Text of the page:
Also, from a lateral perspective, we see a few more wavy lines between the outsole and the upper. This differs from the rather simplistic, relatively lineless motif of previous Inov-8 shoes. In fact, the numerous lines in the midsole almost make me wonder how much cushion actually exists in their ZERO differential 235 member of the Trailroc range. See what I mean in the photo below from Natural Running Store.

Inov-8 Trailroc 235

A more subtle display of the Inov-8 logo adds a new dimension to this range of shoes. I've always marveled at the rather conspicuous presentation of the logo on previous models, like the f-lite 230. Does a smaller logo indicate more brand confidence? I dunno. And, I'm sure none of you really care.

Also noteworthy, I think, is the pull loop on the heel cup area. I mean, it's relatively large for an Inov-8 heel-pull-loop thingie. Will we complain about its aesthetic appeal when we look at the Trailroc in photos? Maybe. Will we notice it after putting on our Trailrocs? No. Again, this is a design feature that I'm only mentioning because I notice stuff that most people don't even think about.

Three Variations on Minimal

Inov-8 Trailroc 235, 245, and 255

Since the Trailroc Shoc-Zone variations are being announced at one time I believe that these three shoes will be made available all at one time, too, next year. That's only logical, right? This is good. Having three options from which to choose all at once is better than buying one option before learning about a forthcoming more/less minimal option that you would have preferred in the first place. So, the Trailroc range of options are:

  • the 255 with a Shoc-Zone 2 (6mm differential)
  • the 245 with Shoc-Zone 1 (3mm differential)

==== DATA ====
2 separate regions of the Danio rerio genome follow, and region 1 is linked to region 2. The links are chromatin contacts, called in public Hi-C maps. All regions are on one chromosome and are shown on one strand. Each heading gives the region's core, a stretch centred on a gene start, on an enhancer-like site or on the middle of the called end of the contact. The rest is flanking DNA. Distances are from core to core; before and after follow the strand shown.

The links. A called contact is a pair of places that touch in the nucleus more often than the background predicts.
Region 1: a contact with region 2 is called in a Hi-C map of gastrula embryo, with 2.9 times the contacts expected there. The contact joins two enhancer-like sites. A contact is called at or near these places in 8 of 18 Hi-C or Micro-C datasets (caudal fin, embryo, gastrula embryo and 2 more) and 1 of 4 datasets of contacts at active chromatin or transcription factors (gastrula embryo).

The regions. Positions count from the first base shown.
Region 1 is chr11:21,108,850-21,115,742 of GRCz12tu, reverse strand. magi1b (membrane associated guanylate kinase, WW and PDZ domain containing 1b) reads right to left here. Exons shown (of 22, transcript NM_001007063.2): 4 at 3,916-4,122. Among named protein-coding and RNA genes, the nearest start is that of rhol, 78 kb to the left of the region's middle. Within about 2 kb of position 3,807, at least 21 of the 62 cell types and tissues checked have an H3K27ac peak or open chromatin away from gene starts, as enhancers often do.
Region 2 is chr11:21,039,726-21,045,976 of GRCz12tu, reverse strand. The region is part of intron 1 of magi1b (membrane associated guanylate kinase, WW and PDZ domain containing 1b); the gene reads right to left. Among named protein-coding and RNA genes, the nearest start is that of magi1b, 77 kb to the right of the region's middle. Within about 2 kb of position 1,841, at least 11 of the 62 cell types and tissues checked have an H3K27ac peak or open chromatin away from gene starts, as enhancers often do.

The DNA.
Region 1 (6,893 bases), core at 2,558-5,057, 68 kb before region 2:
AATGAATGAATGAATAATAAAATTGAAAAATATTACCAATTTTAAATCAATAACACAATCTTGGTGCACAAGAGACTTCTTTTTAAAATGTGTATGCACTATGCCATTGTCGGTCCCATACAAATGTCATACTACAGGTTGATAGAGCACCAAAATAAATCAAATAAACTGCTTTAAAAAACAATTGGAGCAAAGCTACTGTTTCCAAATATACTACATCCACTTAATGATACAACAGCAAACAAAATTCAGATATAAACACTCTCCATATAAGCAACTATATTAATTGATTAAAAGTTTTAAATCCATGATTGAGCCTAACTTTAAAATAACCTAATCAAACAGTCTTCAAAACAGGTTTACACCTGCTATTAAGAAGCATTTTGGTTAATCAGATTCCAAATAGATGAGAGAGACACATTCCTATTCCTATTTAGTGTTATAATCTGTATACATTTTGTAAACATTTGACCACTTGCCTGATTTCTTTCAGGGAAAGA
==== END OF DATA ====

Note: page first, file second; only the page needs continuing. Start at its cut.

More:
• the 235 with Shoc-Zone ZERO - 0mm differential)

I'm most intrigued by the 235, because, despite my penchant for my f-lite 230s, I've developed an affinity for shoes with a zero differential. But, the 235 is heavier than my other "minimal" trail shoes. Why? According to Inov-8, their ZERO Shoc-Zone shoes have no midsole. So, perhaps the outsole compounds are just that much heavier. I guess I'll just have to find out when I find out.


I'm excited about these shoes.

Apparently less luggy than the Bare-Grip 200 or X-Talon 190, but more grippy than the f-lites, the Trailroc looks as though it will be a great all-around trail shoe for my East-Coast terrain, much like the Roclites.

It's significant that the Trailroc will feature the fantastic anatomic last, something I've been enjoying immensely while wearing the Bare-X Lite 150 on road runs. And my toes are more likely to prefer the anatomic last to the Roclite's performance last on longer runs.

So, the comfy anatomic last, coupled with the fact that the Trailroc is available in the ZERO Shoc-Zone™, makes me wonder if Inov-8 has created the ideal go-to trail shoe for me. I suppose I'll find out next year. Oh, the waiting...

Thursday, December 22, 2011

Umstead Trails vs. Mountains to Sea Falls Lake Trails

This is not going to be a very scientific comparison of the single-track trails at Umstead State Park and the Mountains to Sea Trail at Falls Lake. At the time of this post, I have yet to run all 37.5-miles of the Falls Lake Trail.

Plus, I'm writing this post without doing much planning, because I am essentially inspired by a question Diana posed in a comment on another post. And, as I responded to that comment, I realized I could really just make a blog post out of my answer, since I'm so wordy and all.

So, here's my totally subjective, off-the-cuff, trail runner's perspective on experiencing the Umstead trails and the MST at Falls Lake.

Most runners would probably say that the two trail systems are pretty similar. And, most runners would be right. I mean, we're not living in the mountains here. And, Falls Lake is roughly a speedy 15-minute drive from Umstead. So, aside from that lake; the terrain, flora, and fauna are largely the same.

Umstead State Park Company Mill Trail